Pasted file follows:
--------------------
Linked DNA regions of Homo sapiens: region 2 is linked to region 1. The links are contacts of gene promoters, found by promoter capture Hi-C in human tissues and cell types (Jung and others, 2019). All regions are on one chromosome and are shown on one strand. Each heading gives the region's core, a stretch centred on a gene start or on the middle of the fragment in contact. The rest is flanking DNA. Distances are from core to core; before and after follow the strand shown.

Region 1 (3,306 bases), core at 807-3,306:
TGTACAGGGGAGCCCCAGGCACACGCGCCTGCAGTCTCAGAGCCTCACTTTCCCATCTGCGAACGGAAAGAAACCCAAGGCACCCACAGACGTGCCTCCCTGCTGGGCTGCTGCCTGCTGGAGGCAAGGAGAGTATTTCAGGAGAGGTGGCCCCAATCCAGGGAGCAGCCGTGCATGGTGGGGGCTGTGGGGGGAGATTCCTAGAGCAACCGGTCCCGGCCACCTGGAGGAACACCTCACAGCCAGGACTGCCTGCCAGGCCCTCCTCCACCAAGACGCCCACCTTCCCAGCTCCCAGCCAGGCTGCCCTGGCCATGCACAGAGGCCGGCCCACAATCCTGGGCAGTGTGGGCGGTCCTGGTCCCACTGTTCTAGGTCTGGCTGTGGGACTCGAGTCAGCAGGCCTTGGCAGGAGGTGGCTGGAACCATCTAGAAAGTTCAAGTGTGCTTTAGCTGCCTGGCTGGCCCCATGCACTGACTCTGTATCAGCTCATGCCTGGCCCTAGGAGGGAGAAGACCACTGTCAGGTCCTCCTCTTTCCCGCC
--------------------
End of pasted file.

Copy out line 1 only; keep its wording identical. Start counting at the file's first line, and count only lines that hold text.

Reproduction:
Linked DNA regions of Homo sapiens: region 2 is linked to region 1. The links are contacts of gene promoters, found by promoter capture Hi-C in human tissues and cell types (Jung and others, 2019). All regions are on one chromosome and are shown on one strand. Each heading gives the region's core, a stretch centred on a gene start or on the middle of the fragment in contact. The rest is flanking DNA. Distances are from core to core; before and after follow the strand shown.